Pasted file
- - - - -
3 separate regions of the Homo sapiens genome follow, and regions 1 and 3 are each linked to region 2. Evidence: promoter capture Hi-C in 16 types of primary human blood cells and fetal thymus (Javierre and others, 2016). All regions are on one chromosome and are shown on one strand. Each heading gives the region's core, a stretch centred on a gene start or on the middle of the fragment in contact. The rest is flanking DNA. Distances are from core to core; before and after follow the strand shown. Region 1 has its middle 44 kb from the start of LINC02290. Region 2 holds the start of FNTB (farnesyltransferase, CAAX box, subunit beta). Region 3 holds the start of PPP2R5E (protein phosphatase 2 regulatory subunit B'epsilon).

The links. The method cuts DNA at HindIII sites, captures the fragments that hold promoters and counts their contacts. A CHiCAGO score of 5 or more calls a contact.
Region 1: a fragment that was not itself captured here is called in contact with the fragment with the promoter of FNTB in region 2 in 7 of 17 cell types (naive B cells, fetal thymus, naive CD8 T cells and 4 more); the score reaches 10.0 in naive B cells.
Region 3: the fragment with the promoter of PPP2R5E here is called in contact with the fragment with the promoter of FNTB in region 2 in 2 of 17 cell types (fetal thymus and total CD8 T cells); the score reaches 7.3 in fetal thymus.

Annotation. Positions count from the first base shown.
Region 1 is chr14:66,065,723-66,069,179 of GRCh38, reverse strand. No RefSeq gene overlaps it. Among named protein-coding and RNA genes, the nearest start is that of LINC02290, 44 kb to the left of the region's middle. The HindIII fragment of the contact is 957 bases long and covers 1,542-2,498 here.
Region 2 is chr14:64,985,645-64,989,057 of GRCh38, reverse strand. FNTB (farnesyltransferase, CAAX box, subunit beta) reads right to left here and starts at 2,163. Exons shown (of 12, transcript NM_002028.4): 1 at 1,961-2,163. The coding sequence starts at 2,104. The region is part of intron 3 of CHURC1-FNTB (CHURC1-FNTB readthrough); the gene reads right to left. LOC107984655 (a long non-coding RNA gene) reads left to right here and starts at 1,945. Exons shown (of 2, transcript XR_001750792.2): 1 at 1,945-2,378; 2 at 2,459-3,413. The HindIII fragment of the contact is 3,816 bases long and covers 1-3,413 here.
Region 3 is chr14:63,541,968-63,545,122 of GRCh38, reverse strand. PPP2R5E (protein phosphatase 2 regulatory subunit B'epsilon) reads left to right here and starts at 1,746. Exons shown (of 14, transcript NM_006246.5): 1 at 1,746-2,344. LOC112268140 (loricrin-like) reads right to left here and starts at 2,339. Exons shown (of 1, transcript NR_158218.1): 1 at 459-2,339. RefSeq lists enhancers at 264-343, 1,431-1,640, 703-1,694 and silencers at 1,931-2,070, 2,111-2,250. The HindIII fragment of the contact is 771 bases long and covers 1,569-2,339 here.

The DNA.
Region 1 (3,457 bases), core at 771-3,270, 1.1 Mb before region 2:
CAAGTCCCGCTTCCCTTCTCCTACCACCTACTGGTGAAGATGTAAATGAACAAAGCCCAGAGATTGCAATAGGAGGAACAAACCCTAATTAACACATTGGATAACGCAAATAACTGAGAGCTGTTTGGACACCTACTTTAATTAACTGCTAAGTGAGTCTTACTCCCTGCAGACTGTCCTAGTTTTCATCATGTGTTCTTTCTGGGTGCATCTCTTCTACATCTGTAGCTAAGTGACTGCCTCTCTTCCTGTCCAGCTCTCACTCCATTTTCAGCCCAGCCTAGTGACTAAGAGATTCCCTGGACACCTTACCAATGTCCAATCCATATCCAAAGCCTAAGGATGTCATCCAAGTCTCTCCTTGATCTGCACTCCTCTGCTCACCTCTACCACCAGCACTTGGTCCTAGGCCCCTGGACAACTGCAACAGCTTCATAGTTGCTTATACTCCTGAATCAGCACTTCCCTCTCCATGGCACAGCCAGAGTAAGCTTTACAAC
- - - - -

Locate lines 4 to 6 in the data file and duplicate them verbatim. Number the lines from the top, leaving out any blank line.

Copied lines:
Region 3: the fragment with the promoter of PPP2R5E here is called in contact with the fragment with the promoter of FNTB in region 2 in 2 of 17 cell types (fetal thymus and total CD8 T cells); the score reaches 7.3 in fetal thymus.

Annotation. Positions count from the first base shown.
Region 1 is chr14:66,065,723-66,069,179 of GRCh38, reverse strand. No RefSeq gene overlaps it. Among named protein-coding and RNA genes, the nearest start is that of LINC02290, 44 kb to the left of the region's middle. The HindIII fragment of the contact is 957 bases long and covers 1,542-2,498 here.